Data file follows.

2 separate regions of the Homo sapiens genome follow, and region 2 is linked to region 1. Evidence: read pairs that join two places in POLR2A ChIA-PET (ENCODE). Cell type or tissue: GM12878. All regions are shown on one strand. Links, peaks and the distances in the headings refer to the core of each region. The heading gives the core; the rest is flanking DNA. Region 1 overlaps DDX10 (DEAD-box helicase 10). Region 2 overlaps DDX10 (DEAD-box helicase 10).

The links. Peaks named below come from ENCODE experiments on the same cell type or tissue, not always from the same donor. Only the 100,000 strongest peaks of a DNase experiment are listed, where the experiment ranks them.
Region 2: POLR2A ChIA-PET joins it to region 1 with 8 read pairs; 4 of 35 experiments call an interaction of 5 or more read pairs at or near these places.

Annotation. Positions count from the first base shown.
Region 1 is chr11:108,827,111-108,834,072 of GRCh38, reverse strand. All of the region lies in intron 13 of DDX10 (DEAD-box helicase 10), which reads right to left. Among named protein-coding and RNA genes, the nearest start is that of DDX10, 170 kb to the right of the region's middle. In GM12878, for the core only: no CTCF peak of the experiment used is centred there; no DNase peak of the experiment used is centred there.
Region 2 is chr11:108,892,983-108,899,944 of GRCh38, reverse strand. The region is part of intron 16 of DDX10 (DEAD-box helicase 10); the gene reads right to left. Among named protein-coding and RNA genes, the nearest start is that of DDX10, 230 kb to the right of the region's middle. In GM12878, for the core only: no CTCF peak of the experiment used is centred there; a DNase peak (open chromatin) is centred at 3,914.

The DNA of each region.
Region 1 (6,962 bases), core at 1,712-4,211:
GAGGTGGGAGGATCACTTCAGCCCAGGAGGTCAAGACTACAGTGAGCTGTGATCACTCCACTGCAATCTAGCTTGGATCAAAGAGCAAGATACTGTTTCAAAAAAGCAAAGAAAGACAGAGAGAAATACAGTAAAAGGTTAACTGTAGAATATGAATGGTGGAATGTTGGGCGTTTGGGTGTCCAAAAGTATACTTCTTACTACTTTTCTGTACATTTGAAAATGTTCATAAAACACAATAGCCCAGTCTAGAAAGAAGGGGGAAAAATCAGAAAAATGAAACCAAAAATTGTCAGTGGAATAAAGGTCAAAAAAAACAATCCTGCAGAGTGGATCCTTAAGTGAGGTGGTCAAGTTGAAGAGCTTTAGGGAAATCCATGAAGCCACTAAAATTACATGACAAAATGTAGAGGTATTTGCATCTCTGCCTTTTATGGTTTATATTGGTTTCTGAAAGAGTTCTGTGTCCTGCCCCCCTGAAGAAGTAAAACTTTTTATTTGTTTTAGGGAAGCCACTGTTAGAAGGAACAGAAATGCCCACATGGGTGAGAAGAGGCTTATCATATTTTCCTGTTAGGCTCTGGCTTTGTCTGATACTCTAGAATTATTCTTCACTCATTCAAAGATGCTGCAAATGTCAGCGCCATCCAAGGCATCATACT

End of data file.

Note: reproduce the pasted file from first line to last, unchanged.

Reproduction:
2 separate regions of the Homo sapiens genome follow, and region 2 is linked to region 1. Evidence: read pairs that join two places in POLR2A ChIA-PET (ENCODE). Cell type or tissue: GM12878. All regions are shown on one strand. Links, peaks and the distances in the headings refer to the core of each region. The heading gives the core; the rest is flanking DNA. Region 1 overlaps DDX10 (DEAD-box helicase 10). Region 2 overlaps DDX10 (DEAD-box helicase 10).

The links. Peaks named below come from ENCODE experiments on the same cell type or tissue, not always from the same donor. Only the 100,000 strongest peaks of a DNase experiment are listed, where the experiment ranks them.
Region 2: POLR2A ChIA-PET joins it to region 1 with 8 read pairs; 4 of 35 experiments call an interaction of 5 or more read pairs at or near these places.

Annotation. Positions count from the first base shown.
Region 1 is chr11:108,827,111-108,834,072 of GRCh38, reverse strand. All of the region lies in intron 13 of DDX10 (DEAD-box helicase 10), which reads right to left. Among named protein-coding and RNA genes, the nearest start is that of DDX10, 170 kb to the right of the region's middle. In GM12878, for the core only: no CTCF peak of the experiment used is centred there; no DNase peak of the experiment used is centred there.
Region 2 is chr11:108,892,983-108,899,944 of GRCh38, reverse strand. The region is part of intron 16 of DDX10 (DEAD-box helicase 10); the gene reads right to left. Among named protein-coding and RNA genes, the nearest start is that of DDX10, 230 kb to the right of the region's middle. In GM12878, for the core only: no CTCF peak of the experiment used is centred there; a DNase peak (open chromatin) is centred at 3,914.

The DNA of each region.
Region 1 (6,962 bases), core at 1,712-4,211:
GAGGTGGGAGGATCACTTCAGCCCAGGAGGTCAAGACTACAGTGAGCTGTGATCACTCCACTGCAATCTAGCTTGGATCAAAGAGCAAGATACTGTTTCAAAAAAGCAAAGAAAGACAGAGAGAAATACAGTAAAAGGTTAACTGTAGAATATGAATGGTGGAATGTTGGGCGTTTGGGTGTCCAAAAGTATACTTCTTACTACTTTTCTGTACATTTGAAAATGTTCATAAAACACAATAGCCCAGTCTAGAAAGAAGGGGGAAAAATCAGAAAAATGAAACCAAAAATTGTCAGTGGAATAAAGGTCAAAAAAAACAATCCTGCAGAGTGGATCCTTAAGTGAGGTGGTCAAGTTGAAGAGCTTTAGGGAAATCCATGAAGCCACTAAAATTACATGACAAAATGTAGAGGTATTTGCATCTCTGCCTTTTATGGTTTATATTGGTTTCTGAAAGAGTTCTGTGTCCTGCCCCCCTGAAGAAGTAAAACTTTTTATTTGTTTTAGGGAAGCCACTGTTAGAAGGAACAGAAATGCCCACATGGGTGAGAAGAGGCTTATCATATTTTCCTGTTAGGCTCTGGCTTTGTCTGATACTCTAGAATTATTCTTCACTCATTCAAAGATGCTGCAAATGTCAGCGCCATCCAAGGCATCATACT